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Old 11-05-2012
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Re: How Expensive is the Virgin Islands to Live on Board ?

I just did a internet search and was trying to find out how expensive $$$ it is to live in Virgin Islands, considering V I for 1 to 3 months out of the year.

I would guess, that the cost of renting (if open) a 37 ft. slip would be fairly high.
I could afford $ 700 to $ 900 +. Above $ 1,000... 'd think that it's a little too expensive for me. I don't get out much, in fact never before and want to see how fat my wallet needs to be before I make my travel plans.

I'd like to hear from cruisers that have traveled & lived there in the last few years. I heard that the retired military folks are there as well (I'm a ret. army guy).[/quote]

Care for yourself (feeding/drinking/playing) and care for your boat will be the biggest expense.

Forget about a slip, that puts $$ over the top. You can find a mooring, either for rent, or buy, although they are not supposed to be transferred, it happens all the time.

Fuel/water refills, for 2 people (110 gal of water) would last 10 days to 2 weeks and we've never run dry. We would fuel up at the same time, taking 10-15 gallons.
We do move around the islands and are not on our mooring more than 3 or 4 consecutive nights.

Keeping your boat on the hard will take another chunk of change and add insurance to that.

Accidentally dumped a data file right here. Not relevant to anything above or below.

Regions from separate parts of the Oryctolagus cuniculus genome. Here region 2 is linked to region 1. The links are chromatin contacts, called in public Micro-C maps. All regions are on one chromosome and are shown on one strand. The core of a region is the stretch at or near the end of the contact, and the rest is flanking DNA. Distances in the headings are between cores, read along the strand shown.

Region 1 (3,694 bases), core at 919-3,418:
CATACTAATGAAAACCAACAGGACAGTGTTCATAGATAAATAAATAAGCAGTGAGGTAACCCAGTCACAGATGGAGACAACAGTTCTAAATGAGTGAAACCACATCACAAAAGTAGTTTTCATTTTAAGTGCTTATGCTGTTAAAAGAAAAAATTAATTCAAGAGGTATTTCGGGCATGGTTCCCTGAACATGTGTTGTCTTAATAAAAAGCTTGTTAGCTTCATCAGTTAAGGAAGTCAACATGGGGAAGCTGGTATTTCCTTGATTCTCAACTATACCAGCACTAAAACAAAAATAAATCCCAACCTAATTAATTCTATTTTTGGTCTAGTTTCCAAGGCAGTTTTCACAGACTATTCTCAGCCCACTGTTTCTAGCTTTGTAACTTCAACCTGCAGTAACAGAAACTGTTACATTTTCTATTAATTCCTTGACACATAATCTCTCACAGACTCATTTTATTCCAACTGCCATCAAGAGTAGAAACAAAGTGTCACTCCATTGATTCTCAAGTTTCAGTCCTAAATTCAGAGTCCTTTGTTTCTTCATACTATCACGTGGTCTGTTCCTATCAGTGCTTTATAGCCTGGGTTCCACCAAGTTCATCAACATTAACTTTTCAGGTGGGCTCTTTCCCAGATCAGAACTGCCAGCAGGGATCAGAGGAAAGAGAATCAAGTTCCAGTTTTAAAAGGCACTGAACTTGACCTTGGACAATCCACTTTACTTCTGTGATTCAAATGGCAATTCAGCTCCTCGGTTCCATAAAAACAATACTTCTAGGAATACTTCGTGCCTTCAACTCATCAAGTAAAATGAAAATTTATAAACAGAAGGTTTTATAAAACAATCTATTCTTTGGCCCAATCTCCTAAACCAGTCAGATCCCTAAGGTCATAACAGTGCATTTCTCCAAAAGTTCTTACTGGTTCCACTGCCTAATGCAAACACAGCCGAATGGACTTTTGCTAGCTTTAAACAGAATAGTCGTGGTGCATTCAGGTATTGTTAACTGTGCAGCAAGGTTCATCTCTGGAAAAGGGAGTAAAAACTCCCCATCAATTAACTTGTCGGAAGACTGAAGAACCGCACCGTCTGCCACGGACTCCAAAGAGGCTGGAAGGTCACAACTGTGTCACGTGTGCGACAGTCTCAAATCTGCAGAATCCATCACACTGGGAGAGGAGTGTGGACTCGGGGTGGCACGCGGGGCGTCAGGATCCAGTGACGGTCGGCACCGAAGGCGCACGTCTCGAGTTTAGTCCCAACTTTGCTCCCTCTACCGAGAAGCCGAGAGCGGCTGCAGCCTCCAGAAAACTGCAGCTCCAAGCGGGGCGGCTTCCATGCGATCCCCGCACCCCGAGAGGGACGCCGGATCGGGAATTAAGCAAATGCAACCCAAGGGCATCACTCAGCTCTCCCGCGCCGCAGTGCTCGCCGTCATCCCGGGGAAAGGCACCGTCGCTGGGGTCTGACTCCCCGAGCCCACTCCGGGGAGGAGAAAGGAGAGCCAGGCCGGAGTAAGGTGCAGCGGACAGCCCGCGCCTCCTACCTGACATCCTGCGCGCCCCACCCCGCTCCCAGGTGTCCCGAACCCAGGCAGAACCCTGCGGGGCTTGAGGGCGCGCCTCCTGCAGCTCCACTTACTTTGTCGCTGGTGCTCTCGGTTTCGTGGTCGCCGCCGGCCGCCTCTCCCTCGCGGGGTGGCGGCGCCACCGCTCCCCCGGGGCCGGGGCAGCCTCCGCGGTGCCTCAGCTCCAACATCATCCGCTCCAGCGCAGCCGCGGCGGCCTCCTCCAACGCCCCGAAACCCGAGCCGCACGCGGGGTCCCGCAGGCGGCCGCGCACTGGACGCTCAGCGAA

I don't have #s at this time but hopefully can find them and post them here.

Last year we were on board for 3 months, before that, it was 4 six week visits, returning home in between.


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Last edited by Bermudahigh; 11-05-2012 at 06:26 AM. Reason: text
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Old 11-05-2012
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Re: How Expensive is the Virgin Islands to Live on Board ?

Joje,

How did you fare in OC from Sandy. My old house got hit hard.

Dave
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Old 11-05-2012
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Re: How Expensive is the Virgin Islands to Live on Board ?

Thanks All,

I have an idea now, it all depends how I live... like a native or tourist. I smile a little here, my bar days are about over but it sure was fun with my army (Air Cav. & Spec. Ops.) pals, very fond memories. I had priced water makers before and the 5 or 7 K price tag was $$$ salty. My No# I reason was the convience of having one, never held hostage by having to dock to get water (anywhere). I never tasted the water from one of them either.. wonder what it's like. I''ll look around and keep my feelers out, big boats get salvaged everyday. I'd pay 1/2 price for a good water maker that was in good shape.